Cerebral edema with tentorial and tonsillar herniation secondary to fat emboli
Fat embolism is a descriptive term for the presence of fat droplets in the lung or peripheral circulation with or without clinical sequelae. First described by Zenker in 1861 it is potentially catastrophic and is characterised clinically by the triad of petechiae, neurological dysfunction and pulmonary involvement (1). It typically occurs after long bone fractures, but has been described after orthopaedic procedures. The number of orthopaedic procedures has increased sharply in recent years and is likely to continue to increase as the population's age increase. Likewise numbers of hip and pathologic fractures are likely to increase. The complication rate is lower for elective procedures but is greater than 5% for emergency procedures (1). The incidence of fat embolism and FES in this population is unknown but may be higher than reported in retrospective studies.
The pathogenesis of FES is poorly understood but two hypothesis have been put forward - the mechanical and the biochemical (1, 2). The former proposes that an increase in intramedullary pressure either iatrogenic or after injury forces fat into open venous sinuses. Several mechanisms have been suggested to explain how fat globules bypass the pulmonary circulation and reach other organs. Smaller droplets 7-10um may pass through the capillaries. Additionally a patent foramen ovale is found in 20-35% of the population. The biochemical hypothesis proposes physiochemical alterations when fat globules are acted on by lipoprotein lipase releasing free fatty acids, thus precipitating a local and systemic inflammatory response. It is probable that a combination of both factors contribute to the clinical syndrome (2). It is interesting to note that there was no microscopic evidence of an inflammatory reaction in this case.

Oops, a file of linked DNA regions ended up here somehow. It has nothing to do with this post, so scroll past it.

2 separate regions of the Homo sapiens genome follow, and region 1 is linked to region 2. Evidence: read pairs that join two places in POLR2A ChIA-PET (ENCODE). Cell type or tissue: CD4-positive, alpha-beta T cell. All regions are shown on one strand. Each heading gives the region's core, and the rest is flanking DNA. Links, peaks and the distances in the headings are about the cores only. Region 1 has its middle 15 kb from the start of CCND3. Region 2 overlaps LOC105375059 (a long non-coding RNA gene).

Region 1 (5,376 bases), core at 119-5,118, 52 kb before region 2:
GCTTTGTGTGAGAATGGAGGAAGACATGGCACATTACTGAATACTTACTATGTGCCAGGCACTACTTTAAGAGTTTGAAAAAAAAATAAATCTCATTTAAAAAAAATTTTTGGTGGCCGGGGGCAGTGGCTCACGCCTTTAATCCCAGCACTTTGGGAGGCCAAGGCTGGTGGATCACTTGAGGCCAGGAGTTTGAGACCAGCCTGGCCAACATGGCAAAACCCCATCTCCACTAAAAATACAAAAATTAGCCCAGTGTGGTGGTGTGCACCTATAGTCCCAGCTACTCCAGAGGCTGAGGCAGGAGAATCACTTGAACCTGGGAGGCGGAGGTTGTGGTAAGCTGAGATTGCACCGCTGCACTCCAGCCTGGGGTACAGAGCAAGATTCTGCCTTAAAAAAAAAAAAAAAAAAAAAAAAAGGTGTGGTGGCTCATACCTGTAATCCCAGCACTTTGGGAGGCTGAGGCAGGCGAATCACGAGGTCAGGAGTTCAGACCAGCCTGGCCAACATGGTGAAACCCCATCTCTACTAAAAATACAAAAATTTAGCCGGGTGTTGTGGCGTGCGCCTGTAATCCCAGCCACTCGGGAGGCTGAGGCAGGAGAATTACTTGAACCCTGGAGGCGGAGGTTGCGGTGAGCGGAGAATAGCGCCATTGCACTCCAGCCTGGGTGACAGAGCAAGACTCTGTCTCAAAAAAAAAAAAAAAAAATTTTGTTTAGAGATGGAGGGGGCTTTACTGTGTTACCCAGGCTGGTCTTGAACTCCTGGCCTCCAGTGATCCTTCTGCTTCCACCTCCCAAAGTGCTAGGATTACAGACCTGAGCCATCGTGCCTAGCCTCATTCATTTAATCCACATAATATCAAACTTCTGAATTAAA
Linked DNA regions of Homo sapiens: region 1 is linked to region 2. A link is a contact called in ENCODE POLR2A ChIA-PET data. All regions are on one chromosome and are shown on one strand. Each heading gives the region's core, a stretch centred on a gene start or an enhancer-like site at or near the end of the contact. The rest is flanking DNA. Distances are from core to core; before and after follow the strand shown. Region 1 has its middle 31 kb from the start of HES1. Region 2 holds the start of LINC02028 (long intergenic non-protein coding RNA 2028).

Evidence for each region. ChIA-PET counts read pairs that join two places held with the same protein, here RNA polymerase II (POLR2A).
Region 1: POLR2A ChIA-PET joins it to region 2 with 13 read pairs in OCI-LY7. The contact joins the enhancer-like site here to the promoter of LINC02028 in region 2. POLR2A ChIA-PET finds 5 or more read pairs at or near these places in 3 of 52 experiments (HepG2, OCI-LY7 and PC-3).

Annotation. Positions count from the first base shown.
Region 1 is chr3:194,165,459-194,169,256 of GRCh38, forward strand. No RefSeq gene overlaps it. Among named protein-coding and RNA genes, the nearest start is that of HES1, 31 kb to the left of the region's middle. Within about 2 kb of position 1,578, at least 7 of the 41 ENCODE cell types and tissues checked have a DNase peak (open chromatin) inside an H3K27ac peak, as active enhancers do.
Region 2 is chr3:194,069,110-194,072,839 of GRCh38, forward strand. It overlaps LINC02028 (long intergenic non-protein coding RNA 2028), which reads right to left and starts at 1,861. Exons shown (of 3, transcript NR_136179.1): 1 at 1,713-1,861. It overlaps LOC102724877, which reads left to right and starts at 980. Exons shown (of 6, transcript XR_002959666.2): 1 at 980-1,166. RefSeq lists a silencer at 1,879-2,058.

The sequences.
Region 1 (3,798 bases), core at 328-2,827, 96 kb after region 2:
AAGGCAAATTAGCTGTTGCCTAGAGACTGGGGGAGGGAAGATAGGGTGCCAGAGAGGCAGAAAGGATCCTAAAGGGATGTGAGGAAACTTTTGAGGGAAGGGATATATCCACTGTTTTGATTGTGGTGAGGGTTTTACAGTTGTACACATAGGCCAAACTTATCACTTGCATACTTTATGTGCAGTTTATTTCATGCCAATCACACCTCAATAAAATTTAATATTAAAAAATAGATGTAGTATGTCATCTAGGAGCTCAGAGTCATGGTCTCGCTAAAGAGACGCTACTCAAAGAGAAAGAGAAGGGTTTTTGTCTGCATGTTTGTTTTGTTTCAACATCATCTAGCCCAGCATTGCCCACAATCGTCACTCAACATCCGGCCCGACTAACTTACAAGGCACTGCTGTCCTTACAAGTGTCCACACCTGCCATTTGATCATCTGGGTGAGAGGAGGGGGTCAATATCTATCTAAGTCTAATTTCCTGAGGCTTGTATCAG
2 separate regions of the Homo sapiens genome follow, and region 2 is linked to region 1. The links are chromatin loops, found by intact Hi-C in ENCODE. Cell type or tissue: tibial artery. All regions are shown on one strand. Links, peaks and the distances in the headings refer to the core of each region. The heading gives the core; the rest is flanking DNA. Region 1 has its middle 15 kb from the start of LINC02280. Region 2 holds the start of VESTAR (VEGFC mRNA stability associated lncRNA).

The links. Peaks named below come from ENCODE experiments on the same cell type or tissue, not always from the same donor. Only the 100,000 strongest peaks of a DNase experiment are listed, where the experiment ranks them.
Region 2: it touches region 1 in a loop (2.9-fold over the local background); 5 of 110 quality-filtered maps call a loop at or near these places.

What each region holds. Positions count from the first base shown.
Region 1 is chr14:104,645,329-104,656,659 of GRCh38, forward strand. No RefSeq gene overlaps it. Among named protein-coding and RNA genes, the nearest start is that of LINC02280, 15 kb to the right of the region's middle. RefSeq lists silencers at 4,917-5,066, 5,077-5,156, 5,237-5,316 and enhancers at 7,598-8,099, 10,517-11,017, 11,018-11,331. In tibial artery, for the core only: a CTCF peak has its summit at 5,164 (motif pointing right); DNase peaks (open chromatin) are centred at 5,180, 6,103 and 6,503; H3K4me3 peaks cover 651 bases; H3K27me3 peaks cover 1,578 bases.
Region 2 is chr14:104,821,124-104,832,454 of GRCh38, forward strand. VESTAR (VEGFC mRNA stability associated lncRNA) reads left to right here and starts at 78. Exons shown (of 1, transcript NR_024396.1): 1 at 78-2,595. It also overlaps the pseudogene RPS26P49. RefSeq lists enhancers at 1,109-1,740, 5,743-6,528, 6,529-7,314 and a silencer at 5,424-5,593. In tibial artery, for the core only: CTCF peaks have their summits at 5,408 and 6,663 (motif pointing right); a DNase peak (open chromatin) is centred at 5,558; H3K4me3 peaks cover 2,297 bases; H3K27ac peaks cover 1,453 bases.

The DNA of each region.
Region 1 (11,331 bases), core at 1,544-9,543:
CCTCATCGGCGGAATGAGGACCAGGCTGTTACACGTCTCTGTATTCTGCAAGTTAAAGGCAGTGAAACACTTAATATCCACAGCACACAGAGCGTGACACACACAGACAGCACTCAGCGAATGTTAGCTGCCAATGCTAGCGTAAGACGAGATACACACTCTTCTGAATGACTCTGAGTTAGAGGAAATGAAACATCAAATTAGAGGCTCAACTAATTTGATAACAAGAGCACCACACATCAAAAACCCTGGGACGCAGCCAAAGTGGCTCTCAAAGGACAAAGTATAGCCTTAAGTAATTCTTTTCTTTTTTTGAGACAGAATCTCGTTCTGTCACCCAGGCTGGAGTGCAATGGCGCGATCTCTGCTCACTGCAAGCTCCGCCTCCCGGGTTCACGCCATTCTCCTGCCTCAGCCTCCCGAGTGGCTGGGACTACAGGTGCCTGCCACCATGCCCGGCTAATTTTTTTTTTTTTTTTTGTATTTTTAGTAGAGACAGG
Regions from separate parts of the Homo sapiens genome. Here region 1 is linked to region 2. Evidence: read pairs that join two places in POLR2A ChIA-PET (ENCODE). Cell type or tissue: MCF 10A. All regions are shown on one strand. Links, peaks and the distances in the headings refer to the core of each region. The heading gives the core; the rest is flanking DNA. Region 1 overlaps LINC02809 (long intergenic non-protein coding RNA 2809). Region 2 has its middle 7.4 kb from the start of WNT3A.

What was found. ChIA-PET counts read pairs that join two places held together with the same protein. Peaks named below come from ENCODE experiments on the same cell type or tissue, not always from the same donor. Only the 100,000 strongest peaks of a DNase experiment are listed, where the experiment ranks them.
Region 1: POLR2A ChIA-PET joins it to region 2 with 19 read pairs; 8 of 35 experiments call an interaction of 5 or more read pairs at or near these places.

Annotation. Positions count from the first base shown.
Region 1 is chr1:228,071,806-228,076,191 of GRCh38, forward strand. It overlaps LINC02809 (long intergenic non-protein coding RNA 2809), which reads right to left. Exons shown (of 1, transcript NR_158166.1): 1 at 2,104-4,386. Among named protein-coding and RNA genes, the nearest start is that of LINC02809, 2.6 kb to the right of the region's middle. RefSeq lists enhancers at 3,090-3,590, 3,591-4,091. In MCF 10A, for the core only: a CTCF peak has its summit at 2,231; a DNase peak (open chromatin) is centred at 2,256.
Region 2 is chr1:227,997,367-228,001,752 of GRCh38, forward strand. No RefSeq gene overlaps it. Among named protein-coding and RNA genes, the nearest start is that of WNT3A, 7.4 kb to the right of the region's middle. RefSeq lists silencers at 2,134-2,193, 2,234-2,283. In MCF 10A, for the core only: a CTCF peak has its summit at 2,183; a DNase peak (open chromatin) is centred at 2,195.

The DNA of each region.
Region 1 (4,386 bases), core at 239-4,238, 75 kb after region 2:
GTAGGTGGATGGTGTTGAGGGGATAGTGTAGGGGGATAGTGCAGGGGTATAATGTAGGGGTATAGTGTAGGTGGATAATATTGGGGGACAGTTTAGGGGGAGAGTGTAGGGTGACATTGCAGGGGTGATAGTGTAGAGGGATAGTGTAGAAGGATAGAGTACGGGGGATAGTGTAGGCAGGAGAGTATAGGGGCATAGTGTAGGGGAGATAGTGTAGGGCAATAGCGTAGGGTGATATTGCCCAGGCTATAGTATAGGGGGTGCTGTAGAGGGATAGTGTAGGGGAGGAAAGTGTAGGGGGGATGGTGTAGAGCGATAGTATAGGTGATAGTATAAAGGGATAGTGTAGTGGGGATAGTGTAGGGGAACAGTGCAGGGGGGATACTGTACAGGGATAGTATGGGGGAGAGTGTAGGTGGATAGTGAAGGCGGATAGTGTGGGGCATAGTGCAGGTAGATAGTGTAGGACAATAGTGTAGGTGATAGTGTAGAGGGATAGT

Clinical diagnosis of FES is usually made using the Gurd criteria but this is of limited value in patients presenting with neurological problems (3). The full clinical triad is not always present but neurological complications are estimated to occur in as many as 80% (2). Typically acute in onset they vary from focal neurological signs to coma as in this case. Outcome is poor in patients presenting with coma. Neurological manifestations of FES have been attributed to cerebral oedema which in turn is thought to be due to hypoxemic, ischemic or vascular injury due to the toxic effects of free fatty acids or other inflammatory molecules (1). In this case the cause of death is cerebral oedema which in turn is due to hypoxia due to occlusion of small capillaries by fat emboli
Computerised Tomography and Magnetic Resonance Imaging may be helpful in the diagnosis or confirmation of FES (2, 4). CT is frequently normal or demonstrates non specific findings such as generalised swelling (2, 4). It was not particularly helpful in this case. The typical 'starfield' pattern was not seen on MR in our case. This feature is considered highly specific for cerebral FES. Diffusion weighted imaging was more helpful here.
The true incidence of FES is difficult to establish. Mild forms make a full clinical recovery but presentation with coma, as in this case is associated with a poor prognosis.
Contributed by Seamus Looby, Derval Royston and Francesca Brett